Cosmological Inflation is an addition to the highly successful "big bang" model of the universe. Looking backwards in time, the big bang model says that the universe becomes radiation-dominated and that the density/temperature increase unboundedly in finite time, leading to the big bang. Inflation rather says that it is not radiation "all the way back" but that the radiation emerges out of a preceding "inflating" phase.

During this phase the matter content of the universe is dominated by a hypothetical "scalar field" form of matter called the "inflaton". The universe expands in an accelerated manner as the inflaton relaxes from a higher value to a lower one, with the acceleration decreasing as the field drops. Eventually inflation ends and the inflaton decays into "regular" radiation leading into an apparently usual big bang. Whether there is a singularity or anything else before inflation is a matter under academic discussion. The inflating phase allows for at least a tiny fraction more time in the early universe and potentially enough time to address some of the puzzles of the pure big bang model, in particular its horizon problem (the lack of a causal mechanism to explain observed large-separation correlations in the universe). A big success for inflation then came in that it was realized that small quantum fluctuations of the scalar field during inflation could plausibly seed the structure that we see has since developed in our universe. For this to work there has to have been an expansion of at least e^~60 in the size of the universe during inflation.

However, the quantum fluctuations necessary to explain structure do not act solely at lowish inflaton field values. They act at higher field values as well, and in the so-called "large field" models that I'm focusing on here the fluctuations' strength grows as the field value increases. So the fluctuations should be taken into account for the entire history of the field, and then it seems that "eternal inflation" may occur. Here a runaway situation occurs with regions that fluctuate uphill inflating faster, allowing growing physical volumes of space to sustain inflation forever. We would live in a rare region where inflation ends. However, then it is not clear that the most likely end-path is the "classical" one mentioned above that gives inflation its predictive successes; instead the field might "on average" jump down from high values at the last possible moment, leading to Guth's "Youngness Paradox". This paradox asks why the universe appears to be so old when it would have been favourable because of the vastly larger volume generated for it to have inflated until the last possible moment consistent with the formation of life.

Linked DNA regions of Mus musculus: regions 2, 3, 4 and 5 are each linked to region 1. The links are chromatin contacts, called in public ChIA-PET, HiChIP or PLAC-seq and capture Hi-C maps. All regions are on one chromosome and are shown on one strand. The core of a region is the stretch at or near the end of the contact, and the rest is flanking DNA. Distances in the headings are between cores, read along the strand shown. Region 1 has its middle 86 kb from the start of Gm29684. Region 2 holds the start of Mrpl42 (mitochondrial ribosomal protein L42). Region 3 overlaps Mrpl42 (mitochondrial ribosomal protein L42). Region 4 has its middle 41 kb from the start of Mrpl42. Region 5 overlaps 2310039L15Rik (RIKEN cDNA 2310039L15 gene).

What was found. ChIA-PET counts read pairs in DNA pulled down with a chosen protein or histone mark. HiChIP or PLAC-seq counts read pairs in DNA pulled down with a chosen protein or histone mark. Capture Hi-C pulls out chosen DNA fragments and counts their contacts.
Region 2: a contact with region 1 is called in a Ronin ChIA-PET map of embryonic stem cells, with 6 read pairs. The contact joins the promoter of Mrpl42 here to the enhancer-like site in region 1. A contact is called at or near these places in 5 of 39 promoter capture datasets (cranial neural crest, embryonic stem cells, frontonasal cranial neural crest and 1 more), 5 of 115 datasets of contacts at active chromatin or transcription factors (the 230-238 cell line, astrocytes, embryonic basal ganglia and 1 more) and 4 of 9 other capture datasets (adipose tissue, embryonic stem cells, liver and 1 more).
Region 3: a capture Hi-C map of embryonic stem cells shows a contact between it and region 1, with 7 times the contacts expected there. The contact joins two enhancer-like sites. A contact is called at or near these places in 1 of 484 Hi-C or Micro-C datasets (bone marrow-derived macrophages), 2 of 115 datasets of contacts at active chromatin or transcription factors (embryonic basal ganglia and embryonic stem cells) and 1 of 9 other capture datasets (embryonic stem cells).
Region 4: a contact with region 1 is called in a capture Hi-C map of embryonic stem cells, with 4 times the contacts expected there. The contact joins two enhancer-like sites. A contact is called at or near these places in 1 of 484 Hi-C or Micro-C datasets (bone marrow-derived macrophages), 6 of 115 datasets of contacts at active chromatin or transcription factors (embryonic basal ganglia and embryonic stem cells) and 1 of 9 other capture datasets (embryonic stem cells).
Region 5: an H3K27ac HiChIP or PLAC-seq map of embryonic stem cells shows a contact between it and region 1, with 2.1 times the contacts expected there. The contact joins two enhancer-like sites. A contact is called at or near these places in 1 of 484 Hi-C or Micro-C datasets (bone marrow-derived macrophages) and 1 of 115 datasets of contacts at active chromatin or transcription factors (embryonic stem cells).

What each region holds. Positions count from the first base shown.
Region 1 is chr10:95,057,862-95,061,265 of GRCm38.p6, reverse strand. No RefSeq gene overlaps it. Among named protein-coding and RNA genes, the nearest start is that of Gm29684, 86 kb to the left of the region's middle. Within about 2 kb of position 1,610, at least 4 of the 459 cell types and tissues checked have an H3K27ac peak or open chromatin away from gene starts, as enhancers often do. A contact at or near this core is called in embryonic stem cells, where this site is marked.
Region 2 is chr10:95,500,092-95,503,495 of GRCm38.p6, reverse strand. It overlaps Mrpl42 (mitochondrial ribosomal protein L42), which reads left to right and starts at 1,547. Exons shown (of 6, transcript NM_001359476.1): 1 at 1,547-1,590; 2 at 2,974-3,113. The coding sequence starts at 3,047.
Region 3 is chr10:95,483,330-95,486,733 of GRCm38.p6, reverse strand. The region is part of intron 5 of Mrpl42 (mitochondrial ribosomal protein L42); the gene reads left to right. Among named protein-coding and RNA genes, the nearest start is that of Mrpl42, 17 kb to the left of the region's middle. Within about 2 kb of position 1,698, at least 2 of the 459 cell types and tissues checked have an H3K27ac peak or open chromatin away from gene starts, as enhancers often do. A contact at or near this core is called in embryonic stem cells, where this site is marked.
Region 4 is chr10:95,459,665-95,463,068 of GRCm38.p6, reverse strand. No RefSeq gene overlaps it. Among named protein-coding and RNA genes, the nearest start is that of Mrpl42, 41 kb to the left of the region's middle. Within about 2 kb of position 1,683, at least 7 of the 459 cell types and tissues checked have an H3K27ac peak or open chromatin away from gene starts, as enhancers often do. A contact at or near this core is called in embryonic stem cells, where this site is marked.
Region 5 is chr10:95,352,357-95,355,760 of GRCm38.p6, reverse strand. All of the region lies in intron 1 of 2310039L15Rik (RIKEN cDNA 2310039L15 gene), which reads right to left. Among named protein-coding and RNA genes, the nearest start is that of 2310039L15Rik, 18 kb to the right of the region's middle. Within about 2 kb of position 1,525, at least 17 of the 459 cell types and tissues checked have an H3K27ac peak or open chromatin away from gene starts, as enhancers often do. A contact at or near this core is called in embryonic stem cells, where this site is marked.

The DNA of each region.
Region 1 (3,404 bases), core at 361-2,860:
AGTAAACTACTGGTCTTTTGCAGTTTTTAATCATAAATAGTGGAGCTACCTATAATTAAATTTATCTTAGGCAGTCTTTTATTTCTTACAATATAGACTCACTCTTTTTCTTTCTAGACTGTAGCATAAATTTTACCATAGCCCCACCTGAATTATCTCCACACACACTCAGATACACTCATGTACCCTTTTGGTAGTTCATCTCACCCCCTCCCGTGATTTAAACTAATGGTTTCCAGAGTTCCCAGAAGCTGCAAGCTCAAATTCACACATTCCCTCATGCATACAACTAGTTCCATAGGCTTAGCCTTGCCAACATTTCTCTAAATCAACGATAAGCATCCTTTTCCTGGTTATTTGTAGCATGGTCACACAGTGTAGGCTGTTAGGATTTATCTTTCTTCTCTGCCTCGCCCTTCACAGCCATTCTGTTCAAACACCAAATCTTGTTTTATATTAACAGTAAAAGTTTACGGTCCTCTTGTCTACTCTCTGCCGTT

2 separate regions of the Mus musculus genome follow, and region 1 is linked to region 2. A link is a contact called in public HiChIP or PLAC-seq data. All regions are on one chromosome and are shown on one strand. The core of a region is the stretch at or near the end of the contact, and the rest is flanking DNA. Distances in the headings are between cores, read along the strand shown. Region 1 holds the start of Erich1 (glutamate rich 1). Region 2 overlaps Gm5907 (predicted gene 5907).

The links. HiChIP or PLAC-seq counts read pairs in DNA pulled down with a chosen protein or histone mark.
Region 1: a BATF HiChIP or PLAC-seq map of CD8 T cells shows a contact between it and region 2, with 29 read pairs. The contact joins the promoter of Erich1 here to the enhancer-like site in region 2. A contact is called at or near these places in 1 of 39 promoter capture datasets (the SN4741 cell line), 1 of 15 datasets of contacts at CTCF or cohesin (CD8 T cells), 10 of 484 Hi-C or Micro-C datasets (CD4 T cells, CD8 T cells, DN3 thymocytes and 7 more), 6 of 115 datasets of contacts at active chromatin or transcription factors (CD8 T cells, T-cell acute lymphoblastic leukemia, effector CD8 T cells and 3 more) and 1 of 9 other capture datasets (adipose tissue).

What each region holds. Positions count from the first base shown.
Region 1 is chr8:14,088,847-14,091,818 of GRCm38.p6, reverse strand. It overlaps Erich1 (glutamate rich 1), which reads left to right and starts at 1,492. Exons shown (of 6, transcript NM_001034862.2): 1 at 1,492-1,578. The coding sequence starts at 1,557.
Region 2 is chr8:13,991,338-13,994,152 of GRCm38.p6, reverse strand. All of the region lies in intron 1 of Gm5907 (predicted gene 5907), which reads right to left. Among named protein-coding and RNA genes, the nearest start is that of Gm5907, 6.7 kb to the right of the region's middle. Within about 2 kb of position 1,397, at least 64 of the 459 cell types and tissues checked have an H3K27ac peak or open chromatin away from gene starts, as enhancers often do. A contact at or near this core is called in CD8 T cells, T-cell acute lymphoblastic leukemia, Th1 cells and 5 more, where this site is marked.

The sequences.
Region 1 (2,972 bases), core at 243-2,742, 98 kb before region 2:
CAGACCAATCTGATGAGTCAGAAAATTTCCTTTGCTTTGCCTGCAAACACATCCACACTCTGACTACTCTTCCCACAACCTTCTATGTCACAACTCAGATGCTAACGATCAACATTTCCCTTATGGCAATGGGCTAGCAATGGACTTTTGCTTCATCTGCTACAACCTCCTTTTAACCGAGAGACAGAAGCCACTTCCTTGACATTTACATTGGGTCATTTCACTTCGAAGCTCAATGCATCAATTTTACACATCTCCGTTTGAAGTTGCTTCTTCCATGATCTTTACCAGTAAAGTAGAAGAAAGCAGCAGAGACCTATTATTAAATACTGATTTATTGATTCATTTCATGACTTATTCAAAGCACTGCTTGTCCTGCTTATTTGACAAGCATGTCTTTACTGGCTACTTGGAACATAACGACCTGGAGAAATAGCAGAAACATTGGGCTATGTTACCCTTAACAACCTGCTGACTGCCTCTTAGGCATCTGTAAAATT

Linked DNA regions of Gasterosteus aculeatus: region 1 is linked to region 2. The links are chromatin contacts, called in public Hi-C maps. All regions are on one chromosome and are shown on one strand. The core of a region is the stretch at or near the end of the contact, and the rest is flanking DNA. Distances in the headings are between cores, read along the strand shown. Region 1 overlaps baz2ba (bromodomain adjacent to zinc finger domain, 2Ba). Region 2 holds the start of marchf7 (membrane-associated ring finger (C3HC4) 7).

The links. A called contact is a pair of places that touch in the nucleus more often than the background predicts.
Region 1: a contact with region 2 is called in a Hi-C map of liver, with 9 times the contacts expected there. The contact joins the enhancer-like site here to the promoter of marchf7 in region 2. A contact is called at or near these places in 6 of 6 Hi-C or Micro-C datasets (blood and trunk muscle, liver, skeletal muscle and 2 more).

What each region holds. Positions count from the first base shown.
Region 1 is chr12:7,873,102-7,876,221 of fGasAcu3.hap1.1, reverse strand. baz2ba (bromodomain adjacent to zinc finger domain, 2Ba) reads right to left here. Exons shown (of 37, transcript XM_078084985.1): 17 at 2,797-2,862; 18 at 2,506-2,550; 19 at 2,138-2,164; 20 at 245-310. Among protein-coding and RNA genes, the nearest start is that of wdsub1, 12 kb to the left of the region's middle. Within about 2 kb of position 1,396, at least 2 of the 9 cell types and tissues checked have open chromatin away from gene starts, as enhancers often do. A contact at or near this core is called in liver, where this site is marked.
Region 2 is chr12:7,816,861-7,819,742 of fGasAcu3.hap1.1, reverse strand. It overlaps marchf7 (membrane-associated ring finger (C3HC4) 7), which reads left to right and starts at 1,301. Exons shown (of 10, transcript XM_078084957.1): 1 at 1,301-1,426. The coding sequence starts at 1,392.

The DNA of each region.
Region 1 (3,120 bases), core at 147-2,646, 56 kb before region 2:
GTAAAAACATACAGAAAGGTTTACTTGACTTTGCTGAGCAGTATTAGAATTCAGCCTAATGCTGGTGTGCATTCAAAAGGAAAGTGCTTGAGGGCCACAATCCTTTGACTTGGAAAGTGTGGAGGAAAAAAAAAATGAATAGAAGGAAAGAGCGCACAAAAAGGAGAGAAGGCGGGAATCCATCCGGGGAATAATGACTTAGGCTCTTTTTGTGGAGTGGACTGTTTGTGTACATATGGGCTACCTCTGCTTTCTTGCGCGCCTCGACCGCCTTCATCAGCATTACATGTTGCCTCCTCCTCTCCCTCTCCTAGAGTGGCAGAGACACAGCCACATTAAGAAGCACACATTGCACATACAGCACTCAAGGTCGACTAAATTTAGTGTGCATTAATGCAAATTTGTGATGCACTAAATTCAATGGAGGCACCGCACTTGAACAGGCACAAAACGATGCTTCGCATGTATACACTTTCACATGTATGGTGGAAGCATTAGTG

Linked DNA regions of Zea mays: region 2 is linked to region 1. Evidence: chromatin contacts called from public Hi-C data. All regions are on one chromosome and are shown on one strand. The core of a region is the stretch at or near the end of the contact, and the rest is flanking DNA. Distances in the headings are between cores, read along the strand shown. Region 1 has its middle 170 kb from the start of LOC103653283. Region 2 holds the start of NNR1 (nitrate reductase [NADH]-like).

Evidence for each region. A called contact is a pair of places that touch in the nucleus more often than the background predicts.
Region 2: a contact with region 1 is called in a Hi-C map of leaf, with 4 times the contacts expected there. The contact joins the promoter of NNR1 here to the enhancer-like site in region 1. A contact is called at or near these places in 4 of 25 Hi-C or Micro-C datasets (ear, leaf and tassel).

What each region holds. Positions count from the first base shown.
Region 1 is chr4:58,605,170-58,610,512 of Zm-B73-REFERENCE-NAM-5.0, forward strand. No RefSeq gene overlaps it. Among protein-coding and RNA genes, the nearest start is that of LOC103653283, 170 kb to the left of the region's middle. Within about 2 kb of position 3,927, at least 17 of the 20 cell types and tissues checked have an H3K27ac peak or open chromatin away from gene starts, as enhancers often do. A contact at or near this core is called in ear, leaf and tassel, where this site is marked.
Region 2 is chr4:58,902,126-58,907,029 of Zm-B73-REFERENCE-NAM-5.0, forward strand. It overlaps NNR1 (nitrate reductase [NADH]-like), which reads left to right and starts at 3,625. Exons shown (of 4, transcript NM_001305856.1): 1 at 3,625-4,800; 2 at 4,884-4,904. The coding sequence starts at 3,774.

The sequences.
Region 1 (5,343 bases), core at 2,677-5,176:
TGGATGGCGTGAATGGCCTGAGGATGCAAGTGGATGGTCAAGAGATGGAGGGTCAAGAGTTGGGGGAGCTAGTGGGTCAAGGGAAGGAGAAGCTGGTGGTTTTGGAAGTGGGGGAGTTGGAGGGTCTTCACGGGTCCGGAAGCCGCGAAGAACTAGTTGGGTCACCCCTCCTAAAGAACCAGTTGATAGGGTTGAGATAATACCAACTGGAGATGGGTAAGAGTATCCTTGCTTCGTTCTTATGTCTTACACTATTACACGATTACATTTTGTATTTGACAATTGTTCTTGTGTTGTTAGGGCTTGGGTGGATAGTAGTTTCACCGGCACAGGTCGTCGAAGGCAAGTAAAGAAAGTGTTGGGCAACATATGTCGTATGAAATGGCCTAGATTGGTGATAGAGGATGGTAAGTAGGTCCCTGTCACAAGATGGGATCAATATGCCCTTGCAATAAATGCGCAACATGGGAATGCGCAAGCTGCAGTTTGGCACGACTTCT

In our 2005 hep-th paper, Neil Turok and I introduced a nice framework in which to study eternal inflation. We realized that for a quartic potential in a flat potential, the Hubble radius turns out to follow a simple linear Langevin equation. Thus we could perturbatively investigate the behaviour of the system, and found that something like eternal inflation only occurred with a non-local final-volume weighting. We also looked at how the Hubble radius would behave, without weightings, under a constraint on initial and final states. Using such paths is probably the only way to investigate past histories of regions where inflation has come to an end. Unfortunately, such paths are an exponentially tiny subset of the (simulable) unconstrained ones and so a numerical simulation in the constrained case has seemed totally hopeless.

Now I have some new ideas on perturbatively weighting constrained paths and on how to numerically simulate them too. Thus I am working on generating many constrained paths and non-perturbatively weighting them. This should enable an investigation of the youngness paradox and, more generally, the effect of initial conditions on late-time behaviour. This is an ideal problem for GPGPU and hence my interest in using graphics card computing for cosmology.

See the progress page for details of how I am getting on.